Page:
Skip Ribbon Commands
Skip to main content
LinkButton :

Skip navigation linksHome > Newsroom

main content

Newsroom Mentoring Program for TANF Clients and Youth in Foster Care Announced

TOPEKA—Governor Sam Brownback and the Kansas Department for Children and Families (DCF) unveiled a new mentoring initiative today, that will help Temporary Assistance for Needy Families (TANF) clients and youth preparing to age out of foster care to become more self-reliant.

Using the occasion presented by the second meeting of the Governor’s Social Services Policy Council (SSPC), the Governor announced that, in accordance with his vision for mentoring programs across all aspects of government, DCF will begin recruiting volunteers to provide guidance and encouragement to struggling families, as well as youth as they exit the foster care system.

“Many Kansans face serious struggles in their lives, and they need the support and guidance of someone who can walk with them as they pursue a better life,” said Governor Brownback. “Simply having that strong support system can make the difference.”

The program will use federal TANF funds to create five positions within DCF. Jim Echols will serve as Program Director of HOPE Mentoring. HOPE stands for Hope, Prosperity for Everyone. Four regionally-based coordinators will field applications from potential mentors and match them with DCF clients who request to participate in the program.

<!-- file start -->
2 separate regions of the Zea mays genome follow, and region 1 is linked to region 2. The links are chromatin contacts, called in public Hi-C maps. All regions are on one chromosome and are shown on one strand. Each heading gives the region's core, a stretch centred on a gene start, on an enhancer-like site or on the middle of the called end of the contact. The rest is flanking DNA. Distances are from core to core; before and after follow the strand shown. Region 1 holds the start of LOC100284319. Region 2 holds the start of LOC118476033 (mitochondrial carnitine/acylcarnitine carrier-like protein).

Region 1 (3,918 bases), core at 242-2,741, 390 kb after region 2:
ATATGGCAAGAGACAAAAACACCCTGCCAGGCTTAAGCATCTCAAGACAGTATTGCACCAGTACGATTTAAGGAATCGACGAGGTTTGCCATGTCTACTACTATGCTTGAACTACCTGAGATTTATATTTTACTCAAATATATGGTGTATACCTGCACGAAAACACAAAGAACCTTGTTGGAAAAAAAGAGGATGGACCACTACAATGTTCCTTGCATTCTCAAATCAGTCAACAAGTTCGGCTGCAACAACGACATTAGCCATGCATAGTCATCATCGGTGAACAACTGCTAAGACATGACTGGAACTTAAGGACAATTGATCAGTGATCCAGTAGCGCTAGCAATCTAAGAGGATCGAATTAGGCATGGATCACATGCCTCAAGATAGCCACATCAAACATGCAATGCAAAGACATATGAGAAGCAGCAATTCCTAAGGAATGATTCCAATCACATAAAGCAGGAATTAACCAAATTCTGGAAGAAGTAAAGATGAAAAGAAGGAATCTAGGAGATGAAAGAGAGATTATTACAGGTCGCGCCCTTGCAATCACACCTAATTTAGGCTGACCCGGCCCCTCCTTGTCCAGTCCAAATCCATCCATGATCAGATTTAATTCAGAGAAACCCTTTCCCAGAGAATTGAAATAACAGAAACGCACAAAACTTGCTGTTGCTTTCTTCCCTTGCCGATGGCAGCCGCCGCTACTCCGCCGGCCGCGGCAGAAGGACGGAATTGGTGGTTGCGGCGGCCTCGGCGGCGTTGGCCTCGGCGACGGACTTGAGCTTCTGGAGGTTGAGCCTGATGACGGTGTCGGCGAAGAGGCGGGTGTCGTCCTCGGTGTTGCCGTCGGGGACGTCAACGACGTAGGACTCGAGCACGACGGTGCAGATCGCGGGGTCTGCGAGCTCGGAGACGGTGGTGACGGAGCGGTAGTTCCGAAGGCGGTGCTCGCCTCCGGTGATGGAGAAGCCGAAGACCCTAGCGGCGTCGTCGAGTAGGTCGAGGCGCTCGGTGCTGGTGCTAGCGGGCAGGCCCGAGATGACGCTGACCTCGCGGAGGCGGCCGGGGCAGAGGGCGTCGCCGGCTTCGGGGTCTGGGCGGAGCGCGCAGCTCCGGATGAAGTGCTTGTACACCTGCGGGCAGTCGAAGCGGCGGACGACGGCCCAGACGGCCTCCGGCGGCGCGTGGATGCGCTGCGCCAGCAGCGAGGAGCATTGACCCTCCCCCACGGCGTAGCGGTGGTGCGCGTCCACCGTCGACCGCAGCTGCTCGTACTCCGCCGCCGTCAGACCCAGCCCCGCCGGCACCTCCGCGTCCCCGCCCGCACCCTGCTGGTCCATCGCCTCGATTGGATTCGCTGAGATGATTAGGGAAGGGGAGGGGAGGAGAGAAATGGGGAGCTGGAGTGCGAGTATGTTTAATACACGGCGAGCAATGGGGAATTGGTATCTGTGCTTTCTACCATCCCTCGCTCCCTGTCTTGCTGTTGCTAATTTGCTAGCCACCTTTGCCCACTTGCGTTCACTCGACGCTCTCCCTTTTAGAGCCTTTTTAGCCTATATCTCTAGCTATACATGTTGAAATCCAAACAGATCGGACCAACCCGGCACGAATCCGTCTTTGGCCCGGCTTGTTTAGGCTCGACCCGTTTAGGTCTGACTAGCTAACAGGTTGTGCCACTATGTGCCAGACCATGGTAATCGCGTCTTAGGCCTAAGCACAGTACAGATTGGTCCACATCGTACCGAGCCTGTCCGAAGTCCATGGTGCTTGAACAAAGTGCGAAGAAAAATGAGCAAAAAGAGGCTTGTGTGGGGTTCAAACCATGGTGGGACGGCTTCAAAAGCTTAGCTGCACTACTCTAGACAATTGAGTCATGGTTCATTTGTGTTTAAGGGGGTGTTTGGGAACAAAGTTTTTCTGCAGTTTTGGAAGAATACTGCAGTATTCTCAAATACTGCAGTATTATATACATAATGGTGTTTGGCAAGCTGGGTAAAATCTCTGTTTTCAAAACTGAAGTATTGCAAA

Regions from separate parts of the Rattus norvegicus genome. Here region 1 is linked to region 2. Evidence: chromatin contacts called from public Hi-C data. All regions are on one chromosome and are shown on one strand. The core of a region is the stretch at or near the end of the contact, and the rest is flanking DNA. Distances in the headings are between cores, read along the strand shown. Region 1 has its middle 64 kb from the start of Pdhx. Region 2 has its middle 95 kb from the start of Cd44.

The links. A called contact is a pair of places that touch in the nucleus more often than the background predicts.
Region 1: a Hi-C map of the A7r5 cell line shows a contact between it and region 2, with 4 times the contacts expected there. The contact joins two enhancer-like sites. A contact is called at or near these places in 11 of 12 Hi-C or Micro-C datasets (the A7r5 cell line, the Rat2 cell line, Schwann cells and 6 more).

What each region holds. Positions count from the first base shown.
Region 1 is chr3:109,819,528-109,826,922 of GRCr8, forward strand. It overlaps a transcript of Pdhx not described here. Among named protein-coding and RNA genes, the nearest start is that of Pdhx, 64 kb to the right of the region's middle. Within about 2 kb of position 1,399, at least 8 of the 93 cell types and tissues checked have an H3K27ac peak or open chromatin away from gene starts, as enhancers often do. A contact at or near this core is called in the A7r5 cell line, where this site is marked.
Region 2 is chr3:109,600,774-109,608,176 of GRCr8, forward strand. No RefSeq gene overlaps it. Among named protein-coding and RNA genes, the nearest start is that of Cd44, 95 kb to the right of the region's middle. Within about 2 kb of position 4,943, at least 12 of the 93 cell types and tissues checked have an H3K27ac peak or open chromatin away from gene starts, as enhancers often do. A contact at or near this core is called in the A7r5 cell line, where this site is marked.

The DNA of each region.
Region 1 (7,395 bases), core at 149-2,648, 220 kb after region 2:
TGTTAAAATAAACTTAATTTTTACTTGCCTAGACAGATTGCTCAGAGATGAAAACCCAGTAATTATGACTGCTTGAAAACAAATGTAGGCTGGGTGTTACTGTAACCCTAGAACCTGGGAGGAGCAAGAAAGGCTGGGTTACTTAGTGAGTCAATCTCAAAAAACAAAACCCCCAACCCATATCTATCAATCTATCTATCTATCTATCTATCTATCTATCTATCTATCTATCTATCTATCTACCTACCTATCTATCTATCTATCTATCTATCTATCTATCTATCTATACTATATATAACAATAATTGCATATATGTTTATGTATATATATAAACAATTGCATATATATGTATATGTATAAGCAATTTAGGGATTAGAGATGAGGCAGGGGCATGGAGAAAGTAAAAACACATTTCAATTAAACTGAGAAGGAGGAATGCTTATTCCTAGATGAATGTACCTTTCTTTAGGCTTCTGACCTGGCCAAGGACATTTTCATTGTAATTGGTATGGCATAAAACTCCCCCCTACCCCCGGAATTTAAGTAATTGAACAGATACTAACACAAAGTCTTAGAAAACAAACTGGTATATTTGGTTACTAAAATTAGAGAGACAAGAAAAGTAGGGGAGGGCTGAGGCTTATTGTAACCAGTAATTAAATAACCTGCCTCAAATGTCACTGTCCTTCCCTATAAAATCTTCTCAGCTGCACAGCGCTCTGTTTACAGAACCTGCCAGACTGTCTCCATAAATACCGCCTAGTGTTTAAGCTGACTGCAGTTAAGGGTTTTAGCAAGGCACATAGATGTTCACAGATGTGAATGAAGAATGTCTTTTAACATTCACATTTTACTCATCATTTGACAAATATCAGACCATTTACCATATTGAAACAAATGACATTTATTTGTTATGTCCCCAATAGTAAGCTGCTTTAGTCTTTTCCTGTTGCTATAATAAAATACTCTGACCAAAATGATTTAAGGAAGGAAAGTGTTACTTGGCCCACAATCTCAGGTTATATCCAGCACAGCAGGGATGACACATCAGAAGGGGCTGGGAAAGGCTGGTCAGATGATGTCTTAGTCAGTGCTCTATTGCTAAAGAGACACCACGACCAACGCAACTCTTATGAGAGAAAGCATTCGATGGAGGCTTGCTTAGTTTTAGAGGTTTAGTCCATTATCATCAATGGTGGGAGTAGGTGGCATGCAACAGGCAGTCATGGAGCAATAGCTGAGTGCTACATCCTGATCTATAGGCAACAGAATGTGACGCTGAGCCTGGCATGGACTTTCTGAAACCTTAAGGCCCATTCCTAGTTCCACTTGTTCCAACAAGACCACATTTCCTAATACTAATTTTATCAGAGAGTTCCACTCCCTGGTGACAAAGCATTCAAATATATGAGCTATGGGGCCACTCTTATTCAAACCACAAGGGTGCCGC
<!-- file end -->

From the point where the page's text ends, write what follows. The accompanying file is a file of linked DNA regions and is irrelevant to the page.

“We are honored to be assigned the task of administering the HOPE Mentoring program,” said DCF Secretary Phyllis Gilmore.

Gilmore said DCF’s immediate goal is to begin the process of pairing 1,100 volunteer mentors with 1,100 existing TANF clients.

DCF enlisted its first volunteer for the program at the policy council gathering –First Lady Mary Brownback. She signed a document officially making her the initiative’s “First Volunteer.”

DCF’s new HOPE Mentoring initiative is modeled after the Mentoring 4 Success program conducted by the Kansas Department of Corrections (KDOC), which was one of the Governor’s first initiatives in 2011. Mentoring 4 Success, which supports the reentry of offenders to Kansas communities, has helped reduce recidivism over the past four years.

Since its inception, Mentoring 4 Success has recruited and trained more than 4,500 volunteer mentors and made more than 6,500 pairings with returning citizens in transition to reentry.

“I’m excited to see how Mentoring 4 Success will serve as a model for HOPE Mentoring, so that we have more people achieving their dreams, creating a better life for themselves and their families,” said Brownback.

Learn more about HOPE Mentoring and how to apply to become a mentor at​.